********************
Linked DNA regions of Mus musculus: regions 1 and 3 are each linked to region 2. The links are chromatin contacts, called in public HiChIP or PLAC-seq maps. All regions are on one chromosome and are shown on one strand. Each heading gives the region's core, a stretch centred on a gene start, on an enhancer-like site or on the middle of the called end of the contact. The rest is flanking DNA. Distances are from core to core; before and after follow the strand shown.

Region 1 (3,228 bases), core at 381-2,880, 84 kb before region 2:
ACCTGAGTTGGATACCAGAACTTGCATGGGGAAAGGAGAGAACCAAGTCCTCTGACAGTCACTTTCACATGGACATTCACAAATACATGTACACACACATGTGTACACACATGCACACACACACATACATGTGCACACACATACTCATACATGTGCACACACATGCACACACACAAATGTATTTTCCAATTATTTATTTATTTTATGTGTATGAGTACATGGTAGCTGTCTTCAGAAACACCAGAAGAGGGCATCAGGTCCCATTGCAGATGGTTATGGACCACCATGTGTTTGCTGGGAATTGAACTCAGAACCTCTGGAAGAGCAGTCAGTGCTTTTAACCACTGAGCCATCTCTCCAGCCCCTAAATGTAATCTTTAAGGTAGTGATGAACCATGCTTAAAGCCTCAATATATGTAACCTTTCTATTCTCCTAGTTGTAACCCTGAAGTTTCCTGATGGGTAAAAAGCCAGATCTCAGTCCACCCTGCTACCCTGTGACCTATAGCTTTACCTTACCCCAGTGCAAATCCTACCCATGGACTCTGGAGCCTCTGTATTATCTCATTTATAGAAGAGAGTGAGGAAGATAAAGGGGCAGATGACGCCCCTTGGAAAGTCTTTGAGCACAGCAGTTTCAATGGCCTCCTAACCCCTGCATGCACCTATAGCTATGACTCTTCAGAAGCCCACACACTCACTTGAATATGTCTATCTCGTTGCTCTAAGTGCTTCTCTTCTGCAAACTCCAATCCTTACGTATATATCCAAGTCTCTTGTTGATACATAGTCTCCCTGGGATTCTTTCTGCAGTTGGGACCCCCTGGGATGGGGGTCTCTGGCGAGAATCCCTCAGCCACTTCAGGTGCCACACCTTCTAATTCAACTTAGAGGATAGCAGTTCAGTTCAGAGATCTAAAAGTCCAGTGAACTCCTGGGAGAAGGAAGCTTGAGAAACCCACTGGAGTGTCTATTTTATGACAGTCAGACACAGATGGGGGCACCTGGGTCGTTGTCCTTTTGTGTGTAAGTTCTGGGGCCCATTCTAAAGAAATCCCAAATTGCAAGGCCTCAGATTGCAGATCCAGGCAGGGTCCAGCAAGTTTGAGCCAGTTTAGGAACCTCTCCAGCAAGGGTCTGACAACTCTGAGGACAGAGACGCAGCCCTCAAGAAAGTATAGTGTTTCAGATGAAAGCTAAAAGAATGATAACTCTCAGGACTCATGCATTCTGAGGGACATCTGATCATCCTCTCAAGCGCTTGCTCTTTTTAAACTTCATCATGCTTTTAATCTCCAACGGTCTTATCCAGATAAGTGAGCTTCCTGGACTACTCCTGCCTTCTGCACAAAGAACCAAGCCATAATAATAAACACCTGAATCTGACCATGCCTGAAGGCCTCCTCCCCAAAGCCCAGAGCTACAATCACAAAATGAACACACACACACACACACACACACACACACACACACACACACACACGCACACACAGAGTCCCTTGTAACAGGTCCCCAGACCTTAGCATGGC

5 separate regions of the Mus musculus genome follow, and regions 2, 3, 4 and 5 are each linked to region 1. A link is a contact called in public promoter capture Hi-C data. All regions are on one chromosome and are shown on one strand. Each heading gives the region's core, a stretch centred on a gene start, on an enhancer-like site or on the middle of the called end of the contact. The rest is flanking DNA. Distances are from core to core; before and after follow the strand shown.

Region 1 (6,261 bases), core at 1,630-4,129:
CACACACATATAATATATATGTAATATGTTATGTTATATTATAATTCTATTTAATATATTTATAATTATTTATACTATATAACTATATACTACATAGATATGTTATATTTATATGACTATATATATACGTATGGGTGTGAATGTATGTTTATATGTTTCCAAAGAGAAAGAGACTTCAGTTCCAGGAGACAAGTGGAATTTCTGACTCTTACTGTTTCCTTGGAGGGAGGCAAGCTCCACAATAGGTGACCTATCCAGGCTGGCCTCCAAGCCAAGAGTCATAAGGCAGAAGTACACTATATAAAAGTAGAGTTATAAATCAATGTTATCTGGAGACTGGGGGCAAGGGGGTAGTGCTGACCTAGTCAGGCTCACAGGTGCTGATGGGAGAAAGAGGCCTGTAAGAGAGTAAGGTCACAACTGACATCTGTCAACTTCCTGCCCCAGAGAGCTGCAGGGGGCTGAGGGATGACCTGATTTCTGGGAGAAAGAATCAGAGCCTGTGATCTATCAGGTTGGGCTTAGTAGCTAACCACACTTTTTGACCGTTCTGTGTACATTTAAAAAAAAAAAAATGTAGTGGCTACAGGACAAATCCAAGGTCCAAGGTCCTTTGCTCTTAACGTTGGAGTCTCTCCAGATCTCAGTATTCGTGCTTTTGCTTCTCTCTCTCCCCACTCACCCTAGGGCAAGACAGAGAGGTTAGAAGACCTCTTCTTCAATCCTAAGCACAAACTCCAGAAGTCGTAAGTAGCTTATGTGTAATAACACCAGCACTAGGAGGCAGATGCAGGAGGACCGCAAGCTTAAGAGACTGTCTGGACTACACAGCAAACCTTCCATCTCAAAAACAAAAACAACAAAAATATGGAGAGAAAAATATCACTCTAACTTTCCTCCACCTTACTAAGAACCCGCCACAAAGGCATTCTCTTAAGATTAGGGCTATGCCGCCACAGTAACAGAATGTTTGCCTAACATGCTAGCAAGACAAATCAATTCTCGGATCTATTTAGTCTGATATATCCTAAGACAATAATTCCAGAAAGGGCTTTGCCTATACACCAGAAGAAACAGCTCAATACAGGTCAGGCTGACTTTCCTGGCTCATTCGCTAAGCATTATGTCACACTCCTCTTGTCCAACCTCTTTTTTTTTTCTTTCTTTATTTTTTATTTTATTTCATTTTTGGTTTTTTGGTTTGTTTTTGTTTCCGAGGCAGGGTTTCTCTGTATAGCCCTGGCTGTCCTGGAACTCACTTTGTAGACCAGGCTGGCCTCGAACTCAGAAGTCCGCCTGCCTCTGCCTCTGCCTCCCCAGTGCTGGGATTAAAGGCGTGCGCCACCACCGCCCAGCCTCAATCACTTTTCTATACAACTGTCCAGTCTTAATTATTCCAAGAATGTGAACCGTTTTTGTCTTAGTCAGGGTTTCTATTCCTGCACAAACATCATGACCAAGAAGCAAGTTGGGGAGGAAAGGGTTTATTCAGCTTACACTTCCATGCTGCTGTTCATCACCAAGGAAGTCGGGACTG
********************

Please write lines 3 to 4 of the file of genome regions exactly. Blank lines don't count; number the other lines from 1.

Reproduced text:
ACCTGAGTTGGATACCAGAACTTGCATGGGGAAAGGAGAGAACCAAGTCCTCTGACAGTCACTTTCACATGGACATTCACAAATACATGTACACACACATGTGTACACACATGCACACACACACATACATGTGCACACACATACTCATACATGTGCACACACATGCACACACACAAATGTATTTTCCAATTATTTATTTATTTTATGTGTATGAGTACATGGTAGCTGTCTTCAGAAACACCAGAAGAGGGCATCAGGTCCCATTGCAGATGGTTATGGACCACCATGTGTTTGCTGGGAATTGAACTCAGAACCTCTGGAAGAGCAGTCAGTGCTTTTAACCACTGAGCCATCTCTCCAGCCCCTAAATGTAATCTTTAAGGTAGTGATGAACCATGCTTAAAGCCTCAATATATGTAACCTTTCTATTCTCCTAGTTGTAACCCTGAAGTTTCCTGATGGGTAAAAAGCCAGATCTCAGTCCACCCTGCTACCCTGTGACCTATAGCTTTACCTTACCCCAGTGCAAATCCTACCCATGGACTCTGGAGCCTCTGTATTATCTCATTTATAGAAGAGAGTGAGGAAGATAAAGGGGCAGATGACGCCCCTTGGAAAGTCTTTGAGCACAGCAGTTTCAATGGCCTCCTAACCCCTGCATGCACCTATAGCTATGACTCTTCAGAAGCCCACACACTCACTTGAATATGTCTATCTCGTTGCTCTAAGTGCTTCTCTTCTGCAAACTCCAATCCTTACGTATATATCCAAGTCTCTTGTTGATACATAGTCTCCCTGGGATTCTTTCTGCAGTTGGGACCCCCTGGGATGGGGGTCTCTGGCGAGAATCCCTCAGCCACTTCAGGTGCCACACCTTCTAATTCAACTTAGAGGATAGCAGTTCAGTTCAGAGATCTAAAAGTCCAGTGAACTCCTGGGAGAAGGAAGCTTGAGAAACCCACTGGAGTGTCTATTTTATGACAGTCAGACACAGATGGGGGCACCTGGGTCGTTGTCCTTTTGTGTGTAAGTTCTGGGGCCCATTCTAAAGAAATCCCAAATTGCAAGGCCTCAGATTGCAGATCCAGGCAGGGTCCAGCAAGTTTGAGCCAGTTTAGGAACCTCTCCAGCAAGGGTCTGACAACTCTGAGGACAGAGACGCAGCCCTCAAGAAAGTATAGTGTTTCAGATGAAAGCTAAAAGAATGATAACTCTCAGGACTCATGCATTCTGAGGGACATCTGATCATCCTCTCAAGCGCTTGCTCTTTTTAAACTTCATCATGCTTTTAATCTCCAACGGTCTTATCCAGATAAGTGAGCTTCCTGGACTACTCCTGCCTTCTGCACAAAGAACCAAGCCATAATAATAAACACCTGAATCTGACCATGCCTGAAGGCCTCCTCCCCAAAGCCCAGAGCTACAATCACAAAATGAACACACACACACACACACACACACACACACACACACACACACACACGCACACACAGAGTCCCTTGTAACAGGTCCCCAGACCTTAGCATGGC

5 separate regions of the Mus musculus genome follow, and regions 2, 3, 4 and 5 are each linked to region 1. A link is a contact called in public promoter capture Hi-C data. All regions are on one chromosome and are shown on one strand. Each heading gives the region's core, a stretch centred on a gene start, on an enhancer-like site or on the middle of the called end of the contact. The rest is flanking DNA. Distances are from core to core; before and after follow the strand shown.